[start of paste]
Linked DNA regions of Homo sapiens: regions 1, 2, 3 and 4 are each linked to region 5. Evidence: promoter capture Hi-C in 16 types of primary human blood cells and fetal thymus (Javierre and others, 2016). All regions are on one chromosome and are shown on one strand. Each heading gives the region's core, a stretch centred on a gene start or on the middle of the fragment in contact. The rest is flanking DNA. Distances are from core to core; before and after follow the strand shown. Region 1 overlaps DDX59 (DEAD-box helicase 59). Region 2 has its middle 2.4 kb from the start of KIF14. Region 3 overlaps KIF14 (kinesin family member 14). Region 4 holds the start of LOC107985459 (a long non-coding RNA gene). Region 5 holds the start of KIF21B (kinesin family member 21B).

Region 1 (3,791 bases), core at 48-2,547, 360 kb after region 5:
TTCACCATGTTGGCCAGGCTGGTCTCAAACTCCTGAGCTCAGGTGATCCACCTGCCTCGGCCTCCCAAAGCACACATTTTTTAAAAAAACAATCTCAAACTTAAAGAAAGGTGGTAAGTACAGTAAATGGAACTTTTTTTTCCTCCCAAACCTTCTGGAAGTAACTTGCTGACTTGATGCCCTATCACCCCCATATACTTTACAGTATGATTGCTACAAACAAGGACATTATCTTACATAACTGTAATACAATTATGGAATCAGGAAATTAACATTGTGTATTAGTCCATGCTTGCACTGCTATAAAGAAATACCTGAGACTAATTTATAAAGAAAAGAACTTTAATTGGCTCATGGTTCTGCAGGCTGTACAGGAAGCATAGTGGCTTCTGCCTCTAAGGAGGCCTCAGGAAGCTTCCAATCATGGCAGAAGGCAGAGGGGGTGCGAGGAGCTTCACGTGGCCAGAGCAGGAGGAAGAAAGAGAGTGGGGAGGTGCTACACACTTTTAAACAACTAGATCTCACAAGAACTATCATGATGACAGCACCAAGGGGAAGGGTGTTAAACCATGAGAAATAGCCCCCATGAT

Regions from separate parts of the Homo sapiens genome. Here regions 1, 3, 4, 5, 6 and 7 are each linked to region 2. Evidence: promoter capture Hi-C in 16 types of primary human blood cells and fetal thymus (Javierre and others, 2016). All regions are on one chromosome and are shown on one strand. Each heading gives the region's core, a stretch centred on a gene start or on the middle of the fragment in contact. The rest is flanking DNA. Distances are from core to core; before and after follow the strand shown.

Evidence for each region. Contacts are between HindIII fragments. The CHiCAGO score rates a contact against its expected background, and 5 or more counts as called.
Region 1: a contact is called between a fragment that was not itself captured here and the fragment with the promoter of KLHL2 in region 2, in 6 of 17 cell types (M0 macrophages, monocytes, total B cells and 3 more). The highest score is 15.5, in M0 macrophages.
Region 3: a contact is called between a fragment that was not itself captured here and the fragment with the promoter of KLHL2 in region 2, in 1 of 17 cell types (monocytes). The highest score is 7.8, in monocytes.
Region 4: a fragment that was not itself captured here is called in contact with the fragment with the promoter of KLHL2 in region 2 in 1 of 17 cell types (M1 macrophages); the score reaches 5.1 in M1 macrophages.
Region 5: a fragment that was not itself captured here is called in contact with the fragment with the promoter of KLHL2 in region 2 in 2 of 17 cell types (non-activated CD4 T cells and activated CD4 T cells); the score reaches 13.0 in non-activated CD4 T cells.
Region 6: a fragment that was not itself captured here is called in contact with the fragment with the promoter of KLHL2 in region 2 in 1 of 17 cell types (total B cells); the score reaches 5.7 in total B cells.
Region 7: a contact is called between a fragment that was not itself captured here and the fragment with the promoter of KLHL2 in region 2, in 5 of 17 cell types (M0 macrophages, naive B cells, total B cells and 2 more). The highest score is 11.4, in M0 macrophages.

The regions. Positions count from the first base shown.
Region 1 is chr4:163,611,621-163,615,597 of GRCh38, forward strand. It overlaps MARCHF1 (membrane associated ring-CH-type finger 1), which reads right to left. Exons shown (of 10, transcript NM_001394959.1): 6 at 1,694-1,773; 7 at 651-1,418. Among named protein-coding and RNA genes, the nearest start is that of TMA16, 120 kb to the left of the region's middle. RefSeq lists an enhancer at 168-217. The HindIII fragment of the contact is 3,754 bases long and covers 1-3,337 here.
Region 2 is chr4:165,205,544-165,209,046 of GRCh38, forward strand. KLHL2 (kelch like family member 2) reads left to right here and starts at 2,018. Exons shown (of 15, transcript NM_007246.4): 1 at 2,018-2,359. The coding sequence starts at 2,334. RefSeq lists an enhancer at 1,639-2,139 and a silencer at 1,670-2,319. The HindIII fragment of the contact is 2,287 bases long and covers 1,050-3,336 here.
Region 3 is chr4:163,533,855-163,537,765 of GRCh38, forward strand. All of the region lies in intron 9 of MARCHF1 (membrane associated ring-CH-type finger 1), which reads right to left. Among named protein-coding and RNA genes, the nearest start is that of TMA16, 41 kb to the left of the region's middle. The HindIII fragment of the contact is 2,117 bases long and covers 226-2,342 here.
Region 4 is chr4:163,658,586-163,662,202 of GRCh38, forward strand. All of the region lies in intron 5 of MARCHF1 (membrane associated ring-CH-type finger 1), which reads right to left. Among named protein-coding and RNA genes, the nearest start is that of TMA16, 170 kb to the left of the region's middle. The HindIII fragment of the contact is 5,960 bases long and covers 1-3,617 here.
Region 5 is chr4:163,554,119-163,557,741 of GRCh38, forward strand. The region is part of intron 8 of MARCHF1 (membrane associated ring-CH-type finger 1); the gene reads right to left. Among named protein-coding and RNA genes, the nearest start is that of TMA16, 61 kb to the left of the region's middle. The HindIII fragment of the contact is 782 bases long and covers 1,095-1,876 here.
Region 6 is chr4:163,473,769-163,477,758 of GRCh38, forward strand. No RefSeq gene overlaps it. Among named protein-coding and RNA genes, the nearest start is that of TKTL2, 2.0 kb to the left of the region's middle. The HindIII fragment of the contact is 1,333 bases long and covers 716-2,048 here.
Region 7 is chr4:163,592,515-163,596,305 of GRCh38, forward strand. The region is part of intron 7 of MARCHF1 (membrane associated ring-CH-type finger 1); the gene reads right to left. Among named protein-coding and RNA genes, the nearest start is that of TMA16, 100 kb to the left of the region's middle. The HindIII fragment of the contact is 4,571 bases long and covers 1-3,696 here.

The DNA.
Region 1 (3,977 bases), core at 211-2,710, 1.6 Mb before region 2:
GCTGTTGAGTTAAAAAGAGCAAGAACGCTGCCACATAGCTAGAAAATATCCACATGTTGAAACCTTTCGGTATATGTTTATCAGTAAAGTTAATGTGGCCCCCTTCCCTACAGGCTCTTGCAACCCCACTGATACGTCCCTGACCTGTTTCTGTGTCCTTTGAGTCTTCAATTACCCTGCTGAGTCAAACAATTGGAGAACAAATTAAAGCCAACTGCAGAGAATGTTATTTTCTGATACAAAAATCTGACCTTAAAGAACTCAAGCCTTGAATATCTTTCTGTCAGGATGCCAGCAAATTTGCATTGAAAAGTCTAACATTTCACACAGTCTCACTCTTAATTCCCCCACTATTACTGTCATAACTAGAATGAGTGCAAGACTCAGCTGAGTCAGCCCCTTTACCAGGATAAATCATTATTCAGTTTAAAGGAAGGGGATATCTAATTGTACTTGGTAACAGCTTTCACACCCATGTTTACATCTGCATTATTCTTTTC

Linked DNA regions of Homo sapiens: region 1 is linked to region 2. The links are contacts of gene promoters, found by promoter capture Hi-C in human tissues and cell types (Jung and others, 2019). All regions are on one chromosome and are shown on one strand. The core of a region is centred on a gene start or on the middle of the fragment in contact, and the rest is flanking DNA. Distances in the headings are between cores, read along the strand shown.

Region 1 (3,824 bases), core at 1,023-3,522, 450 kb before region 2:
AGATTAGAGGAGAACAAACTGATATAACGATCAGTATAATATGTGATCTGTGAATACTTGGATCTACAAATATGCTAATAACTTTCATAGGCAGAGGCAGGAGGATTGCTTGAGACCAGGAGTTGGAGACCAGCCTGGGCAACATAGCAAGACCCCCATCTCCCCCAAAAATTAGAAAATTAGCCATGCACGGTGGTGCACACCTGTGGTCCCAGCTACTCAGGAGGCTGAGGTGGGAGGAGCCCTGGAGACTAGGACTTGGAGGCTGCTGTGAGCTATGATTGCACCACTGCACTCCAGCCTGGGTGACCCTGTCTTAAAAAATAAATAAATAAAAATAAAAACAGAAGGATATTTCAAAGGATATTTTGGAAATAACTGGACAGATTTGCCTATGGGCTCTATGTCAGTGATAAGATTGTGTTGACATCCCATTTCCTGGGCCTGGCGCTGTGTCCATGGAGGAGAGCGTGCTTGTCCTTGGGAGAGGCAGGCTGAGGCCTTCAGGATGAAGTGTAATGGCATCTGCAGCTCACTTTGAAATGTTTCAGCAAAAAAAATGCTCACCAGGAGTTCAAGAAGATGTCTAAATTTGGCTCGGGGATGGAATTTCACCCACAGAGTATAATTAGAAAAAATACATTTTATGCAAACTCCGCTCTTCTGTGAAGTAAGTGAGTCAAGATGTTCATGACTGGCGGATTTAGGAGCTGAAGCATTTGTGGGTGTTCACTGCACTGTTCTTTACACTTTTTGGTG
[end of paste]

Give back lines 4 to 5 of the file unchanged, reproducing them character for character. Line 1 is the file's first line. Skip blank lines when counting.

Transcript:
Regions from separate parts of the Homo sapiens genome. Here regions 1, 3, 4, 5, 6 and 7 are each linked to region 2. Evidence: promoter capture Hi-C in 16 types of primary human blood cells and fetal thymus (Javierre and others, 2016). All regions are on one chromosome and are shown on one strand. Each heading gives the region's core, a stretch centred on a gene start or on the middle of the fragment in contact. The rest is flanking DNA. Distances are from core to core; before and after follow the strand shown.

Evidence for each region. Contacts are between HindIII fragments. The CHiCAGO score rates a contact against its expected background, and 5 or more counts as called.